Transforms and pipelines with tabular data.


This package provides transforms that are commonly used in statistics and machine learning. It was developed to address specific needs in feature engineering and works with general Tables.jl tables.

Past attempts to model transforms in Julia such as FeatureTransforms.jl served as inspiration for this package. We are happy to absorb any missing transform, and contributions are very welcome.


  • Transforms are revertible meaning that one can apply a transform and undo the transformation without having to do all the manual work keeping constants around.

  • Pipelines can be easily constructed with clean syntax (f1 → f2 → f3) ⊔ (f4 → f5), and they are automatically revertible when the individual transforms are revertible.

  • Branches of a pipeline and colwise transforms are run in parallel using multiple threads with the awesome Transducers.jl framework.

  • Pipelines can be reapplied to unseen "test" data using the same cache (e.g. constants) fitted with "training" data. For example, a ZScore relies on "fitting" μ and σ once at training time.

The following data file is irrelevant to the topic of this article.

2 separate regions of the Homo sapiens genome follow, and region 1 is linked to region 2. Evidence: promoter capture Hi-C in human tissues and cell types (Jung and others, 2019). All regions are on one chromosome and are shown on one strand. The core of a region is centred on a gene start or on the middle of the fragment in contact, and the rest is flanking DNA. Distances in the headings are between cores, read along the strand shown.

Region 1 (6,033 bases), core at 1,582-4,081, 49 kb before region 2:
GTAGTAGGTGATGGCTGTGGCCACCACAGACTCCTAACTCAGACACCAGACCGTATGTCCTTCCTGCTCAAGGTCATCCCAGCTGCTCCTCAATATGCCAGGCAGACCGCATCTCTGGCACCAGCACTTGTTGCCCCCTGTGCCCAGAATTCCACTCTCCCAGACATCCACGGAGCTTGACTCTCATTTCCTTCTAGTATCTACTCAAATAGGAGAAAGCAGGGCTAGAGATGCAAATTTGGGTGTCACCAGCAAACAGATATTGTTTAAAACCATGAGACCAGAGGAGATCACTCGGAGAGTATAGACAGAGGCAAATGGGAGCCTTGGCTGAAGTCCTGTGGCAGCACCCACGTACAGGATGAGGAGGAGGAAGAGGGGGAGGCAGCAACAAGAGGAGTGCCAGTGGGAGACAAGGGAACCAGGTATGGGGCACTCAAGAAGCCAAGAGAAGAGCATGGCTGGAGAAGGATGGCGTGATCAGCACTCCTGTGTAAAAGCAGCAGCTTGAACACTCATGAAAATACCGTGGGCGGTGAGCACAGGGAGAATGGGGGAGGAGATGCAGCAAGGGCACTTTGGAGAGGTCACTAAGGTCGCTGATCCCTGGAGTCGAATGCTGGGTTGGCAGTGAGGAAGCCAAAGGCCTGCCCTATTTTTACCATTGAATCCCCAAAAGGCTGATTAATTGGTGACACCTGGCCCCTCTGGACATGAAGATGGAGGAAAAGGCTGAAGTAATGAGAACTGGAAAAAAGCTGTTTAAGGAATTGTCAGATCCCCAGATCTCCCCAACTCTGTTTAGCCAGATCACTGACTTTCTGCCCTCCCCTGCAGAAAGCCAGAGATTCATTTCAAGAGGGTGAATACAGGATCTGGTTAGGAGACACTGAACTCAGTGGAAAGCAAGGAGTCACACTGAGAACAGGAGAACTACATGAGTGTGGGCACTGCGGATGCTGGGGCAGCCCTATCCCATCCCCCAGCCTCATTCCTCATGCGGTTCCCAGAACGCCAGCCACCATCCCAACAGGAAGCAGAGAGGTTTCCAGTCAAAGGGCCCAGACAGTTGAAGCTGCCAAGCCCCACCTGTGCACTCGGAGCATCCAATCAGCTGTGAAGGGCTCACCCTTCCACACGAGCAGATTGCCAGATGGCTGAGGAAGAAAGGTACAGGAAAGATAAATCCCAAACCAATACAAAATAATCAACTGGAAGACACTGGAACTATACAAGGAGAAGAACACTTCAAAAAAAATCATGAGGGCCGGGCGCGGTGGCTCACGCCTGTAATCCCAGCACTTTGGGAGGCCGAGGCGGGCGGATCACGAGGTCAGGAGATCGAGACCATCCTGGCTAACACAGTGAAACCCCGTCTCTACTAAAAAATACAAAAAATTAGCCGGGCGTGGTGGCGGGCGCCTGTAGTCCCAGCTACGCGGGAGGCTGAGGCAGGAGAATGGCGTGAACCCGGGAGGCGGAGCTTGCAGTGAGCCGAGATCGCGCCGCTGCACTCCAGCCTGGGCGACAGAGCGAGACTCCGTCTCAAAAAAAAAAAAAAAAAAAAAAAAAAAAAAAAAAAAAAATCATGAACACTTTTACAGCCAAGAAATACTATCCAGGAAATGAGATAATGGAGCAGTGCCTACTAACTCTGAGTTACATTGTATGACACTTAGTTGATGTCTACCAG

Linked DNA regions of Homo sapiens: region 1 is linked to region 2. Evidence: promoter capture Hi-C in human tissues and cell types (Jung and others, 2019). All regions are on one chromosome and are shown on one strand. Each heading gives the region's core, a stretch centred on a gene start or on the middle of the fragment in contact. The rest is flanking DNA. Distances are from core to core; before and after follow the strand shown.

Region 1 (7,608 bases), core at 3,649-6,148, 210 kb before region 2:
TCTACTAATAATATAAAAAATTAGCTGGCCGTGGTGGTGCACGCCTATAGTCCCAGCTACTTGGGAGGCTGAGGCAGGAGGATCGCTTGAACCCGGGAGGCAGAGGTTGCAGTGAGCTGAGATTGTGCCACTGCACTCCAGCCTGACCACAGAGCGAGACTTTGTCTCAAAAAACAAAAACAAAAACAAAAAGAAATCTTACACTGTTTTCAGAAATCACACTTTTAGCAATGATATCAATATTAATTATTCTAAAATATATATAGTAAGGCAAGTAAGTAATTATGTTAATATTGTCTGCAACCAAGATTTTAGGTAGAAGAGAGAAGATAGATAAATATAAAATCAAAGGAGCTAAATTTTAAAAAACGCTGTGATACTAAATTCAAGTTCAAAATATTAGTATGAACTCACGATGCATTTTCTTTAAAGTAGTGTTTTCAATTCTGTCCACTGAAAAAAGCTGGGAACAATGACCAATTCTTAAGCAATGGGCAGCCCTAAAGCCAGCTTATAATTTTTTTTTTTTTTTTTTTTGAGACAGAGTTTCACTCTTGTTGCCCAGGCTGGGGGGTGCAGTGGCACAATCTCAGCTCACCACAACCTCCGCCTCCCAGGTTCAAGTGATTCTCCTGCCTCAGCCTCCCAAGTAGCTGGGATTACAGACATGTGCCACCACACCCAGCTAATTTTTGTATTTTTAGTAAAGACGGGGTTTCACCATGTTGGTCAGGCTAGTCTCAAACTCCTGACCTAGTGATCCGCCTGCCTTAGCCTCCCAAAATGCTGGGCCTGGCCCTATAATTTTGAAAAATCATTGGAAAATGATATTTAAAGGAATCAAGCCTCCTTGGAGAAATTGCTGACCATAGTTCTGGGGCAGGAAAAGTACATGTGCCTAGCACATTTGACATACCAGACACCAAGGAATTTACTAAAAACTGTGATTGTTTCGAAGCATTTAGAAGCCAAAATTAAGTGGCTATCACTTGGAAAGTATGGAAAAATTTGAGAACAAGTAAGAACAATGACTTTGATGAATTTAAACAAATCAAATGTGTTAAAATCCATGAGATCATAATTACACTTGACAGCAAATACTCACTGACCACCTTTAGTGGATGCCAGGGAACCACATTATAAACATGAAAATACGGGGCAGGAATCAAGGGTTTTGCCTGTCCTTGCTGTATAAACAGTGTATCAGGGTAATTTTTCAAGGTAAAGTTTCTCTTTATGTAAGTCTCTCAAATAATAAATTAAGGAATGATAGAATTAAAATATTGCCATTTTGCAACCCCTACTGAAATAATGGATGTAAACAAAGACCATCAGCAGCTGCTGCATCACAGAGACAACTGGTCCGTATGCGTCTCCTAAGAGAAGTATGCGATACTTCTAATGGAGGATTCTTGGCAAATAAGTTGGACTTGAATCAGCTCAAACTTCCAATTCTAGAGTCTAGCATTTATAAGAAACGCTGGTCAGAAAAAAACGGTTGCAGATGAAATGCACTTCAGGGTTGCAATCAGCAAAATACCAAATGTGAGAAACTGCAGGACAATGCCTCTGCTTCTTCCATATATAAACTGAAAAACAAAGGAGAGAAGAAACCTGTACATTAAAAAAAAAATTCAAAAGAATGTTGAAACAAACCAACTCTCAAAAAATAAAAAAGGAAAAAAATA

A common task in statistics and machine learning consists of transforming the variables of a problem to achieve better convergence or to apply methods that rely on multivariate Gaussian distributions. This process can be quite tedious to implement by hand and very error-prone. We provide a consistent and clean API to combine statistical transforms into pipelines.

Although most transforms discussed here come from the statistical domain, our long term vision is more ambitious. We aim to provide a complete user experience with fully-featured pipelines that include standardization of column names, imputation of missing data, and more.


Consider the following table and its pairplot:

using TableTransforms
using CairoMakie, PairPlots

# example table from PairPlots.jl
N = 100_000
a = [2randn(N÷2) .+ 6; randn(N÷2)]
b = [3randn(N÷2); 2randn(N÷2)]
c = randn(N)
d = c .+ 0.6randn(N)
table = (; a, b, c, d)

# pairplot of original table
table |> pairplot

We can convert the columns to PCA scores:

# convert to PCA scores
table |> PCA() |> pairplot